David Glantz is probably the foremost historian of the Soviet forces in World War 2 in the English language. When he was still in the US Army, responsible for the study of the Red Army, he ran the so-called `Art of War' symposia during the 1980s. These were usually attended by then serving officers, who received lectures and presentations from German veteran officers of the fighting in the east from 1941, to 1945. Some of these officers had been in very prominent positions during the war, and other, more junior officers rose to high ranks in the Bundeswehr and NATO after the war.
`The Early Period of War' is an edited transcript of a symposium held in 1987 in Garmisch in Germany, dealing with the operations by German armoured forces during the early battles of operation Barbarossa. The unit of analysis is the axis of advance, and presentations are given by divisional officers of formations fighting on these axis - e.g. Graf von Kielmannsegg and Helmut Ritgen of 6. Panzerdivision present on the battles on the Siauliai (Schaulen) axis in Army Group North's sector of advance. This is extremely valuable in allowing an insight into the divisional operations in the context of larger operations at the time.
The book covers four main axis, Siauliai, Vilnius, Byalistok/Minsk, and Lutsk/Rovno. It also analyses the battle for Smolensk. These are framed by an introduction, in which David Glantz outlines the Soviet situation prior to the invasion, and a conclusion chapter in which the relevance of the experience is discussed. The book has a lot of maps that range in quality from poor to adequate. There are tables and graphical information on German formations, again of poor quality. An index is provided.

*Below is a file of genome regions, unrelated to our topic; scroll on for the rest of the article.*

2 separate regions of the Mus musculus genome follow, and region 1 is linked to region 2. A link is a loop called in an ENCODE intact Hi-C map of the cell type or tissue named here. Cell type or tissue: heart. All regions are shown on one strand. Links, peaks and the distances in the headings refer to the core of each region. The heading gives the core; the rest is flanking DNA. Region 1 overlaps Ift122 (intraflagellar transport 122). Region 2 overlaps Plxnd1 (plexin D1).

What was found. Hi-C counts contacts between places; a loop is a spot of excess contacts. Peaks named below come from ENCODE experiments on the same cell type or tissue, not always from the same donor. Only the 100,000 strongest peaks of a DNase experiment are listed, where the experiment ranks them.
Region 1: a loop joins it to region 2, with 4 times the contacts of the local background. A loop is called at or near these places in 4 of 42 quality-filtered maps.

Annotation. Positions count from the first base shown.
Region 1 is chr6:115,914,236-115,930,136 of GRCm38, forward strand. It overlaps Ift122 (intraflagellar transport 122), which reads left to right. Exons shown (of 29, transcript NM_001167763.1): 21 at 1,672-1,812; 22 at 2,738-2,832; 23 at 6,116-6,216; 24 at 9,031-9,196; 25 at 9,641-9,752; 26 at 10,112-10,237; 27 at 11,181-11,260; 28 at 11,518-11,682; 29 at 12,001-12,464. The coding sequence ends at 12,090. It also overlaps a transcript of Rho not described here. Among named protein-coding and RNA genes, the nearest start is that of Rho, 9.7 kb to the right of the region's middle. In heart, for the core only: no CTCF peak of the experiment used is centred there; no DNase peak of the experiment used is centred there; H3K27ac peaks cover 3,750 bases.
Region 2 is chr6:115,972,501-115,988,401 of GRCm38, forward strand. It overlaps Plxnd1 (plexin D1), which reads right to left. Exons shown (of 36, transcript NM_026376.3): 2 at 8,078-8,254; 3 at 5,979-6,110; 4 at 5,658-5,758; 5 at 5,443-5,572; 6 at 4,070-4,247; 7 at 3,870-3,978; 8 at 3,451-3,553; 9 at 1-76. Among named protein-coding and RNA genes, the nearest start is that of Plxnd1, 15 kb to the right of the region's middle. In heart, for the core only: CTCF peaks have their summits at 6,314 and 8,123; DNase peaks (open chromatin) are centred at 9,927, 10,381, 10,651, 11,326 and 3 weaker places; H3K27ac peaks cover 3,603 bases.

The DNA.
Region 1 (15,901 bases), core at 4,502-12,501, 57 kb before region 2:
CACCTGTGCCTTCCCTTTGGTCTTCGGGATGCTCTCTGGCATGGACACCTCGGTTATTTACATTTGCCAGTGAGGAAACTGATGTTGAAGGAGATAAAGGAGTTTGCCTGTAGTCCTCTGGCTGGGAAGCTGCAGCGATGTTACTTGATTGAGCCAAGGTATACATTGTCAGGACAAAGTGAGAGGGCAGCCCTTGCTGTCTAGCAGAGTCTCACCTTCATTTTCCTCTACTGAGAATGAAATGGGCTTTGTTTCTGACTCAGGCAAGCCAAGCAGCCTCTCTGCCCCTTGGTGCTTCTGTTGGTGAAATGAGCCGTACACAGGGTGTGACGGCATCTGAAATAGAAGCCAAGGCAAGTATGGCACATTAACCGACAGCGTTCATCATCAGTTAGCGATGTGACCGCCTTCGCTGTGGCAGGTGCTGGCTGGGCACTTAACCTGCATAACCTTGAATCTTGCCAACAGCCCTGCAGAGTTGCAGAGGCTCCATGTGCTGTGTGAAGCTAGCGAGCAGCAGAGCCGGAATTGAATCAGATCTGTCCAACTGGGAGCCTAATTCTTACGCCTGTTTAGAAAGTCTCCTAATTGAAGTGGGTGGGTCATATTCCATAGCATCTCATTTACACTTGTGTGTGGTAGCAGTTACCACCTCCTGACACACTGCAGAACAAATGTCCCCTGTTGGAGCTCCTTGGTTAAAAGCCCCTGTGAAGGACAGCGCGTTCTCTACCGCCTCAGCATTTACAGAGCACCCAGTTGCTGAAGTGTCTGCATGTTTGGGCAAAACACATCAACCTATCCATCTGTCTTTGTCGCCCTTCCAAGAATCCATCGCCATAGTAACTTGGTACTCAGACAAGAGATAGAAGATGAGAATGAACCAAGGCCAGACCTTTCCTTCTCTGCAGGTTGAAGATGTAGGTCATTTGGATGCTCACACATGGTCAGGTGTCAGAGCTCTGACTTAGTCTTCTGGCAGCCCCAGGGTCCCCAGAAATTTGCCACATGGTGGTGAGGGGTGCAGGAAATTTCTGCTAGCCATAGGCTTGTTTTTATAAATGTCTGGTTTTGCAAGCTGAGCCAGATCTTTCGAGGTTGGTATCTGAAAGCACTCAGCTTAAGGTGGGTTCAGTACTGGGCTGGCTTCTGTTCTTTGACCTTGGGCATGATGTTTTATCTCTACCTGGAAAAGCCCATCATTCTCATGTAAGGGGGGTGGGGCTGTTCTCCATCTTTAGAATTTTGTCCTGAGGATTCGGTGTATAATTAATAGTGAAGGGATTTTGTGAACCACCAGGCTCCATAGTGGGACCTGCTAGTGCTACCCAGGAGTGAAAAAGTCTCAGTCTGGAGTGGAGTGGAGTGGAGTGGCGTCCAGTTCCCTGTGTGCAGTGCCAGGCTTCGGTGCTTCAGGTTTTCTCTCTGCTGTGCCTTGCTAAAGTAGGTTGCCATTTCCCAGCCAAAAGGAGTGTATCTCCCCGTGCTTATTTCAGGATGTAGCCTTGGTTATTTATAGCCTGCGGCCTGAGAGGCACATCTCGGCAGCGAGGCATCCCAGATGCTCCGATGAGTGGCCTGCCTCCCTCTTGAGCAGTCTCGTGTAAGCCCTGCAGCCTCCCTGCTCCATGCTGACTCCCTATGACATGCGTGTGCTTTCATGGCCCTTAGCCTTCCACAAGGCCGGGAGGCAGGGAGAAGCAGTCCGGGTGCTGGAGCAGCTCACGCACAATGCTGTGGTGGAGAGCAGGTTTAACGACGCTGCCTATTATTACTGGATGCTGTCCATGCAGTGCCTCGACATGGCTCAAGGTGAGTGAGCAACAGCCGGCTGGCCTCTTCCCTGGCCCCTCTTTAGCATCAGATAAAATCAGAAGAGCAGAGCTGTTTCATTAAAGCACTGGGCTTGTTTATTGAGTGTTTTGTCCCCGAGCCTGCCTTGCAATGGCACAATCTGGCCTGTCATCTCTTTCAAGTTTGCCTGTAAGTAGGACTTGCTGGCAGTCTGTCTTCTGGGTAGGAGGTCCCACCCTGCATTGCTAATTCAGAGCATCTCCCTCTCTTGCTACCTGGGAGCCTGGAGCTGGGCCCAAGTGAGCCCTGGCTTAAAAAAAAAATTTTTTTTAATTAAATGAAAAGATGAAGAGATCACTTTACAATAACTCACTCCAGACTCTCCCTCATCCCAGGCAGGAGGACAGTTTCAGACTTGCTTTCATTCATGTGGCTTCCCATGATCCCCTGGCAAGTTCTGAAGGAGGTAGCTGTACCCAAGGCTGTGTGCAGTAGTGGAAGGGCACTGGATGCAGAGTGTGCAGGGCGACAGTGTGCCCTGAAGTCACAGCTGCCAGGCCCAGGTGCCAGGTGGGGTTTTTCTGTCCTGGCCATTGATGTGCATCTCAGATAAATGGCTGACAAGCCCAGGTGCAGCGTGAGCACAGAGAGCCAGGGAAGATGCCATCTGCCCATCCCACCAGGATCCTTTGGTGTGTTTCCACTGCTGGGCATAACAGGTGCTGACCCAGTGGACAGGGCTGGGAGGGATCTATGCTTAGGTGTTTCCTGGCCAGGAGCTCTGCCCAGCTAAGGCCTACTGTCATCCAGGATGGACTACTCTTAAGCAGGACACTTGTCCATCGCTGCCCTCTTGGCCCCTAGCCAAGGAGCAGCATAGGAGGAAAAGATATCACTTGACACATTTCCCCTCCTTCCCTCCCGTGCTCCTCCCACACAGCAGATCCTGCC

As an avid student of the war in the east, I found this book very helpful in giving me an in-depth view of the German experience of the first weeks of Barbarossa and the problems that faced the German side. It is unfortunate that no Soviet officers did contribute, but since the seminar was held with a view to help NATO defeat the armies of the Warsaw Pact, that maybe too much to expect.
The book is certainly not aimed at the general reader, but instead at the serious student of military history. It is relatively dry, and the quality of the maps does not help much either. While it can be read as a stand-alone document, it will be more helpful to read it in conjunction with a work that deals with Barbarossa more generally, e.g. the MGFA's volume IV `The Attack on the Soviet Union'. Otherwise there is a risk that events described in this book cannot be placed in context. In my opinion it belongs into the library of anyone seriously interested in German operations, and the war between Germany and the Soviet Union.